The year ahead will be about evolution, not revolution. So says Tony Canade of his upcoming year-long tenure as chair of the Automotive Industries Association of Canada. He adds that he knows that may be a challenge, considering the work that lies ahead for both himself and the association.
Canade, president and COO of the Assured Automotive collision repair network, is the first AIA chair to come from the collision repair sector since Carstar’s Larry Jefferies, who served as chair from 2004 to 2005. But Canade has worked closely with industry bodies for years, having served previously as the chair of the Canadian Collision Industry Forum.
Canade is a meticulous, detail-oriented person, and a sports fanatic – his office is filled with sports memorabilia, very neatly arranged. He is also an avid drummer; he finds that it provides both a release from daily stresses, and a means to subconsciously find creative solutions to business challenges. (He also has the dubious distinction of having provided the backbeat for this writer’s one and only guitar and vocal performance at an industry event: the CCIF jam night in Vancouver in 2010.)
He will have much more critical tasks ahead for the association – arguably, greater than many of those who have served in the role in recent years.
For starters, the association will be faced with finding a replacement for president and CEO Marc Brazeau, who leaves for a new role in the industry with the Uni-Select network in May. Brazeau – who was with the association for 20 years, the last eight as president and CEO – can be rightly credited with shepherding the association into an era of increased services to the industry (most notably, delivering I-CAR training to the collision repair sector), and greatly increased effectiveness as an association. Broader recognition of the association’s potential led to its being selected to manage the Heavy Duty Association of Canada (formerly the Heavy Duty Distributors Council), and most recently, the Canadian Collision Industry Forum.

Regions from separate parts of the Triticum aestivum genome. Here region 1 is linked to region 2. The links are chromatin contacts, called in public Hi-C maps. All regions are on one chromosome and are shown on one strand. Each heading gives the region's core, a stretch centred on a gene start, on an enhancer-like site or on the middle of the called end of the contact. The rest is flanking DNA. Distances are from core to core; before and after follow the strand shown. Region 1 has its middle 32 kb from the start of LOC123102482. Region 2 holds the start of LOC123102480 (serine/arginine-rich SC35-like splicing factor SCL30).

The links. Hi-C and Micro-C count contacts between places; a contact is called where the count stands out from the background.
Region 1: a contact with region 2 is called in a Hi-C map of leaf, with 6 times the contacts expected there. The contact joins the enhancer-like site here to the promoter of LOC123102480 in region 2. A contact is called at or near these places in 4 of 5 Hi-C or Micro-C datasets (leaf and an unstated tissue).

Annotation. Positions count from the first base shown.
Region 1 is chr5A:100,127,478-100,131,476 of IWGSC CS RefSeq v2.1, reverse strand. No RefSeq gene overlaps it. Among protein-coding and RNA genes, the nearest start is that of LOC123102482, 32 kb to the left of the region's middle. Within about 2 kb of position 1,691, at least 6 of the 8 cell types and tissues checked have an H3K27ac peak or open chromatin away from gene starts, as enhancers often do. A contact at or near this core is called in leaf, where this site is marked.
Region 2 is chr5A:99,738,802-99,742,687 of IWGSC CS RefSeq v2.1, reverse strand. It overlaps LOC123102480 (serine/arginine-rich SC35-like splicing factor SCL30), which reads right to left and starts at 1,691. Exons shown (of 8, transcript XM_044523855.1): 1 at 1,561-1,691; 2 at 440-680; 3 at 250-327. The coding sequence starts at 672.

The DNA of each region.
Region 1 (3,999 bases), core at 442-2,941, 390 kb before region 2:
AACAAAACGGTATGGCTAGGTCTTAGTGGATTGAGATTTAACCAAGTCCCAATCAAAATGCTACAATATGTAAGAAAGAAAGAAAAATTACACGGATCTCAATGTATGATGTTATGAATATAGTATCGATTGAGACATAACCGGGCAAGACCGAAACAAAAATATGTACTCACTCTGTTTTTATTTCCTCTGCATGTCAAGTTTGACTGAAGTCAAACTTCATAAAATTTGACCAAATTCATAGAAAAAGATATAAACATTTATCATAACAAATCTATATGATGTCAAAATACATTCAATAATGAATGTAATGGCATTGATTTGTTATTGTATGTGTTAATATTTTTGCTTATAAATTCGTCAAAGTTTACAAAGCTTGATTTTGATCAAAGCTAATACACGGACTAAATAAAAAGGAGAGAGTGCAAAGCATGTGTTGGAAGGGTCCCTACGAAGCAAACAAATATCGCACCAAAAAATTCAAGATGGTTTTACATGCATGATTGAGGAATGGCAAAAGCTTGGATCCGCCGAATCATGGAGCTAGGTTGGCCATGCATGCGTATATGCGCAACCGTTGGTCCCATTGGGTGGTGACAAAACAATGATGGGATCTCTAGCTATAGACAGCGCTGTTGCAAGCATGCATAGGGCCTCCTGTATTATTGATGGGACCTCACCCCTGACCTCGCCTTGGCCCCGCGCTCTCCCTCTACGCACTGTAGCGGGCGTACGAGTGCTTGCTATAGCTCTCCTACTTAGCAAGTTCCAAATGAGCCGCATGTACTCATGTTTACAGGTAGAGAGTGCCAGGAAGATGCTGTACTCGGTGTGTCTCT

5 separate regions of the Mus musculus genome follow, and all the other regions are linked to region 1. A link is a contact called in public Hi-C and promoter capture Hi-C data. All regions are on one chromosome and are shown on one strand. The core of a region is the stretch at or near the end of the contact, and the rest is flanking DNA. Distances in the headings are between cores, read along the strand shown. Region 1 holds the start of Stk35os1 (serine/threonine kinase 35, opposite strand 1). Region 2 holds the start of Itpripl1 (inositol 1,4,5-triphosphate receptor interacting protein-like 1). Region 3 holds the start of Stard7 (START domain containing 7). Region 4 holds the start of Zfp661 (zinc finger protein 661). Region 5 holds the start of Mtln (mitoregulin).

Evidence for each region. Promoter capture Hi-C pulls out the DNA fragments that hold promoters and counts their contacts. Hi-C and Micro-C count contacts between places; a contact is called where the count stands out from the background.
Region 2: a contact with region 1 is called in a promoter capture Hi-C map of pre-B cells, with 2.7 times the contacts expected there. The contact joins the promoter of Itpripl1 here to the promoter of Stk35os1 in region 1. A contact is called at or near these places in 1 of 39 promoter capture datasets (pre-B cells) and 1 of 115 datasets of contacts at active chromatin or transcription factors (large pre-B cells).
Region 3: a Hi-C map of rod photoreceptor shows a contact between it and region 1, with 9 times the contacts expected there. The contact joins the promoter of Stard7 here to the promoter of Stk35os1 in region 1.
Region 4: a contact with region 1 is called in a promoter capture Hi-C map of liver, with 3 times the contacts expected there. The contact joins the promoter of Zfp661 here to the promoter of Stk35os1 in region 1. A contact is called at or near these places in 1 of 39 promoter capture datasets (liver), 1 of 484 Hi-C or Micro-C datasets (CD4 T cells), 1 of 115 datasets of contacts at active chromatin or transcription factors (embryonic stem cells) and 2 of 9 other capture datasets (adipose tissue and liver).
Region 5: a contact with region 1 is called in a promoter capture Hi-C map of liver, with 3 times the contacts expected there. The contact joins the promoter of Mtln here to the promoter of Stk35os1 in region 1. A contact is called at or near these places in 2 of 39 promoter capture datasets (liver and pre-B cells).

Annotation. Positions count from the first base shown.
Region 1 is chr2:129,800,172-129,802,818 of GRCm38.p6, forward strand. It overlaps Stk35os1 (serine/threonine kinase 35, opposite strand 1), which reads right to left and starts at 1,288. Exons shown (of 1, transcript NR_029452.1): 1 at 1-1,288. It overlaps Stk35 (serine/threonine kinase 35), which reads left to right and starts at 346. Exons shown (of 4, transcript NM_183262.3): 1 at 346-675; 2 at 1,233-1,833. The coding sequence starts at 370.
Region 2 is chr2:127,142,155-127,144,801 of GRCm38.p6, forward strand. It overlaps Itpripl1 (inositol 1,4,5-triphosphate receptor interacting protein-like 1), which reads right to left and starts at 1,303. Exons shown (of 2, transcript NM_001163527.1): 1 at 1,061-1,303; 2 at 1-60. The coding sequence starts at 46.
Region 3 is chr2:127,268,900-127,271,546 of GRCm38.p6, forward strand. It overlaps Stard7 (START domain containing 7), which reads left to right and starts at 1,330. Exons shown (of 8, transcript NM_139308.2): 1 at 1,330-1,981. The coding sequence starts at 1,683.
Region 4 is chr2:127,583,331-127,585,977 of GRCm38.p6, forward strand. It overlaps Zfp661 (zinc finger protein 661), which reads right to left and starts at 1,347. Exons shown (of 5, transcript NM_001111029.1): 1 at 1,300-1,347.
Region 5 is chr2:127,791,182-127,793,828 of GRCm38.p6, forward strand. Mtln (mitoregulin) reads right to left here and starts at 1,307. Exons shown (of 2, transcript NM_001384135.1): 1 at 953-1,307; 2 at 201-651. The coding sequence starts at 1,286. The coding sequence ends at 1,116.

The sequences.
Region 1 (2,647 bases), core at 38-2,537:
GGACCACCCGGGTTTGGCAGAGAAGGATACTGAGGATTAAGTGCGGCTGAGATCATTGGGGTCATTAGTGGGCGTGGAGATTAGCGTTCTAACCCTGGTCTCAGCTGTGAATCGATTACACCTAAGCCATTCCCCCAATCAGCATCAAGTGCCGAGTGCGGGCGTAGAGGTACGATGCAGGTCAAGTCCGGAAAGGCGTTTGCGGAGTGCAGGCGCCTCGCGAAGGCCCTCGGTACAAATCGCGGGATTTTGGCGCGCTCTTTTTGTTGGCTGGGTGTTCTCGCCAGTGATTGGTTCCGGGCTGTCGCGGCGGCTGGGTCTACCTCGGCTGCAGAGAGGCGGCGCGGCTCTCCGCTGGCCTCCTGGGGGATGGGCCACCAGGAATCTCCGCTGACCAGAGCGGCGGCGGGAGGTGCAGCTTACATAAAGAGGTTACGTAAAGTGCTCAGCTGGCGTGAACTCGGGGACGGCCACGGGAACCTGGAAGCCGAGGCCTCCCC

“He’s been with the association for almost 20 years. He has been fantastic. He has done a wonderful job of growing the association, brought an incredible level of professionalism, and has been instrumental in setting the AIA up as a much-respected organization.
“The second thing that Marc did very well was grooming the staff there. There’s a great team there. The skill sets are all in line with what our priorities are.
“As much as we are sad to see Marc go, at the end of the day, operationally we are very sound. Our staff in Ottawa knows what needs to be done. The association is in great shape, and we are viewing this as an opportunity to bring in some different thinking, a different set of eyes.”
Canade himself has a unique perspective as a member of the collision repair industry, which, while part of the larger aftermarket, has some specific dynamics in terms of customer relationships, financial structure, regulatory structure, and training needs.